Luv ya Cuz... but I don't trust government.

E. Peevie said...

HPaul--I posted an update with a link to the speech.

I don't know what you mean by half the things you are referencing in your comment.

I think it's probably pretty difficult to not appear to be self-promoting when you're the POTUS, but I don't think that's the point of the ridiculousness about his speech to schoolchildren, anyway.

I'd want my kids to listen to a speech directed to them from any sitting president, and think about it, and talk about it. I just don't see how this is in any way a bad thing.

Anonymous said...

I was fine with the speech, but I had a problem with the lesson plan that was originally put out. Originally, the Department of Education wanted the kids to "write letters to themselves about how they could help the president" then those letters were to be redistributed at a later date, and the students would be "held accountable" for whether or not they did those things. Once the DOE changed that language, I was fine with it.
However, it was amusing to hear people hold up the first Bush's speech held up by so many Obama supporters as an example of presidents giving speeches to children. People seem to forget that after Bush gave that speech the Democratically controlled congress held hearings for weeks on whether the president misused his office.

Dave Haynes said...

That last comment was me...

E. Peevie said...

Dave--the GAO concluded that Bush had not acted improperly, which should have made Obama's speech a non-issue.

Dave Haynes said...

You are correct about the GAO, and that the speech itself should have been a non-issue. But only insofar as people remember history. When I made the same statements to people about Bush's speech no one remembered the uproar and the hearings. No one said "hey we already had hearings about this and it's ok." I don't care about the speech, per se, I just have a problem with giving kids the idea that they serve the president, any president. The original lesson plan and the creepy I Pledge video worry me a little.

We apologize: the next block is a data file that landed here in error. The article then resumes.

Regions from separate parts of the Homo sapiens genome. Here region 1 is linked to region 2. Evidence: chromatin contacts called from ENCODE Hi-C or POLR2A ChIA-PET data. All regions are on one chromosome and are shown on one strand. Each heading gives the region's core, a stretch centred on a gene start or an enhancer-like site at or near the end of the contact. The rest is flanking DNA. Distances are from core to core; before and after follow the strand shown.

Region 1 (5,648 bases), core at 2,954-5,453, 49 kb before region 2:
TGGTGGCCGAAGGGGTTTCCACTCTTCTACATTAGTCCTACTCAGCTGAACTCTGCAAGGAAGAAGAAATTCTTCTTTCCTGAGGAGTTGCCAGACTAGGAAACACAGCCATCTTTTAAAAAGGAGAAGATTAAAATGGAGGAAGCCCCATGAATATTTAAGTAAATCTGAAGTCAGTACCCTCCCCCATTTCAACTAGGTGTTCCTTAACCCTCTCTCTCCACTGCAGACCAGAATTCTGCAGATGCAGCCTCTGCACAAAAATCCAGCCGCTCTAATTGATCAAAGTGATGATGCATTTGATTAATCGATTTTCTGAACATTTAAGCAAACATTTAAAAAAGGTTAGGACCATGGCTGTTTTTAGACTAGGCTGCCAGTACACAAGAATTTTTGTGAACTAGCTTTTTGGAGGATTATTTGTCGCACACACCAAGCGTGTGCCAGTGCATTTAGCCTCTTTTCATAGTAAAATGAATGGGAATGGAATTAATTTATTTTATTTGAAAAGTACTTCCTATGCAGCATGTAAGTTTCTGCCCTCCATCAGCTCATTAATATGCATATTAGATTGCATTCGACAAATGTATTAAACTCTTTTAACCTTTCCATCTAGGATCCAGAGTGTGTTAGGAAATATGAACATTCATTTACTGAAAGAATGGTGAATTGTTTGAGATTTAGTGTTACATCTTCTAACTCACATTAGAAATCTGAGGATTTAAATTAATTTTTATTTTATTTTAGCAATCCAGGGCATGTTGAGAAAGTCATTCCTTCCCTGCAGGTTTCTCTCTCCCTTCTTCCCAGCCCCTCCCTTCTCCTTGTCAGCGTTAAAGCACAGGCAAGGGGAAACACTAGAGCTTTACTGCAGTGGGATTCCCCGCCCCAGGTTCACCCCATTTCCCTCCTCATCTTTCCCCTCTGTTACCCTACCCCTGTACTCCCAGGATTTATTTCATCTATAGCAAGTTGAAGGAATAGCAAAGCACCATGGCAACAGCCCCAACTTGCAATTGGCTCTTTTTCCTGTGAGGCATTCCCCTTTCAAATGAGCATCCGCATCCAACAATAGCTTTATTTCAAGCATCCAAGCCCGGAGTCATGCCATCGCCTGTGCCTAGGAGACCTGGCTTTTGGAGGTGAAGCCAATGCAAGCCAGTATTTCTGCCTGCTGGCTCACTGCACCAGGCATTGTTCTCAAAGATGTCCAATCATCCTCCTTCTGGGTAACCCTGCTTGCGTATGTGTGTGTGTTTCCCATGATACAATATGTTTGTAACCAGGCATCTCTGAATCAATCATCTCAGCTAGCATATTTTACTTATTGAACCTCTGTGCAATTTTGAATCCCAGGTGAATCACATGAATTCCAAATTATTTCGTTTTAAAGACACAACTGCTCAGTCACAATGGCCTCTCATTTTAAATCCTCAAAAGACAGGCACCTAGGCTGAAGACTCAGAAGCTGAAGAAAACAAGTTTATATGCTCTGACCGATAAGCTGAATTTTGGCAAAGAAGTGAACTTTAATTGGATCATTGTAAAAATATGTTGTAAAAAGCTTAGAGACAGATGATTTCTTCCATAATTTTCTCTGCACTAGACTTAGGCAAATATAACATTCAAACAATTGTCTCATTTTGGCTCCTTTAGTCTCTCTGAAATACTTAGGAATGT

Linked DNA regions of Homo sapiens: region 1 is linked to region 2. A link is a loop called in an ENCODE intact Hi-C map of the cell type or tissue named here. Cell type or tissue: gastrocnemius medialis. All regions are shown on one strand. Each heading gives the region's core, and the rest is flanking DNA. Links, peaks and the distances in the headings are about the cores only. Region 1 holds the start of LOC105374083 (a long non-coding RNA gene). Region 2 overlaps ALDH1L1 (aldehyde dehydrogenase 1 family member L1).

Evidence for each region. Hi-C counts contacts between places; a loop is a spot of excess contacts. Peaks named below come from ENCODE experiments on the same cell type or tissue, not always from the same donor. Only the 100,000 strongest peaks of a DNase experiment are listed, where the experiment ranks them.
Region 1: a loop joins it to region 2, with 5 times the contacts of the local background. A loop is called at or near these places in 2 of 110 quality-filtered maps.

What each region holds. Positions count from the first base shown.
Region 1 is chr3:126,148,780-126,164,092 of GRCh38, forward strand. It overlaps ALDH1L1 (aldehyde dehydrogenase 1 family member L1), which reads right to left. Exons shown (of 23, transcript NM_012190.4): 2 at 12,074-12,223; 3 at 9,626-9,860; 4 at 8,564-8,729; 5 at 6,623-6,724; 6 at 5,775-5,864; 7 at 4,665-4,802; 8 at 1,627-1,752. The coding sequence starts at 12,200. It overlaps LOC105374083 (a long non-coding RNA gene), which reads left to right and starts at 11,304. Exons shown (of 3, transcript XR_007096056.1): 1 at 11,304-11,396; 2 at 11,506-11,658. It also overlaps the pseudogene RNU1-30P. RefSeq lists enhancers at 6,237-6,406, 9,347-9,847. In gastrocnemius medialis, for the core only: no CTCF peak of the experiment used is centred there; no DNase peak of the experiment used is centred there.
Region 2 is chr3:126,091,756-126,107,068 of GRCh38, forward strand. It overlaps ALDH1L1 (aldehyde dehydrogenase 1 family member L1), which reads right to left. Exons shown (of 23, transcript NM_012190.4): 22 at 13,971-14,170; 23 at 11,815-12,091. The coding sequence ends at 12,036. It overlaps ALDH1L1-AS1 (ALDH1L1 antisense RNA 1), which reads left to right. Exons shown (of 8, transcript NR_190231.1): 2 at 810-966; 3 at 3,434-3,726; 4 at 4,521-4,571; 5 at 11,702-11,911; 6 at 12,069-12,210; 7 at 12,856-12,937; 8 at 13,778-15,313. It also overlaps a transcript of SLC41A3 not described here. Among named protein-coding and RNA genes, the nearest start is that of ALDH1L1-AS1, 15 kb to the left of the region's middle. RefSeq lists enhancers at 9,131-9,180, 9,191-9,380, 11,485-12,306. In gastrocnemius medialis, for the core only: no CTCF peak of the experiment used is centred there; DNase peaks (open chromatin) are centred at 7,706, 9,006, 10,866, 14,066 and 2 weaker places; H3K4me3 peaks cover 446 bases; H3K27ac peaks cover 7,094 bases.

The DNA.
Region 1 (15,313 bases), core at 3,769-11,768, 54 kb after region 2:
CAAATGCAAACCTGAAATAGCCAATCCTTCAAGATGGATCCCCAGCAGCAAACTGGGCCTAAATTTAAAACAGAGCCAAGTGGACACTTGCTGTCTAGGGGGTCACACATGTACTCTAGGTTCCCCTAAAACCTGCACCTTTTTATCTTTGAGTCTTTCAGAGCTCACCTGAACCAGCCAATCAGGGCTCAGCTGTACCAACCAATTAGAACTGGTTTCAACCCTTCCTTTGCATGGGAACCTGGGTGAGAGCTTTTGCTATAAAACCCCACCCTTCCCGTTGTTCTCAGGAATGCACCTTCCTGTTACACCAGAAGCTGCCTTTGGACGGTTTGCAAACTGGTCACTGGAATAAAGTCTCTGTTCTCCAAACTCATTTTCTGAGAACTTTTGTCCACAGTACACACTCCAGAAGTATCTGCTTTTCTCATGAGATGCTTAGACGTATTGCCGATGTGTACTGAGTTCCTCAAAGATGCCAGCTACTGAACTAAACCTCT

E. Peevie said...

Your link to the video is bad, Dave. But yes, I think I agree with you (and HPaul) that there were some dumb things in the "lesson plans" as originally crafted.

I don't think they're nefarious, just misguided.

And you're right, technically, about "serving the president." I think what they were getting at was trying to nurture engagement in the political process--but the word choice was unfortunate.

I think Obama's team would be really smart to get some die-hard Republicans to read through their materials before hitting "send"--just to gauge the reaction from non-worshippers. Then they can change them, or not--but they would at least have an idea of what kind of objections the materials would raise.

Boy George said...

E., your last point above was excellent.

I think one problem with the Obama administration is that they aren't too very coordinated. There needs to be more communication between entities within the administration itself. (While the lack of goose-stepping after the Bush administration is refreshing, it's possible to become too lax...)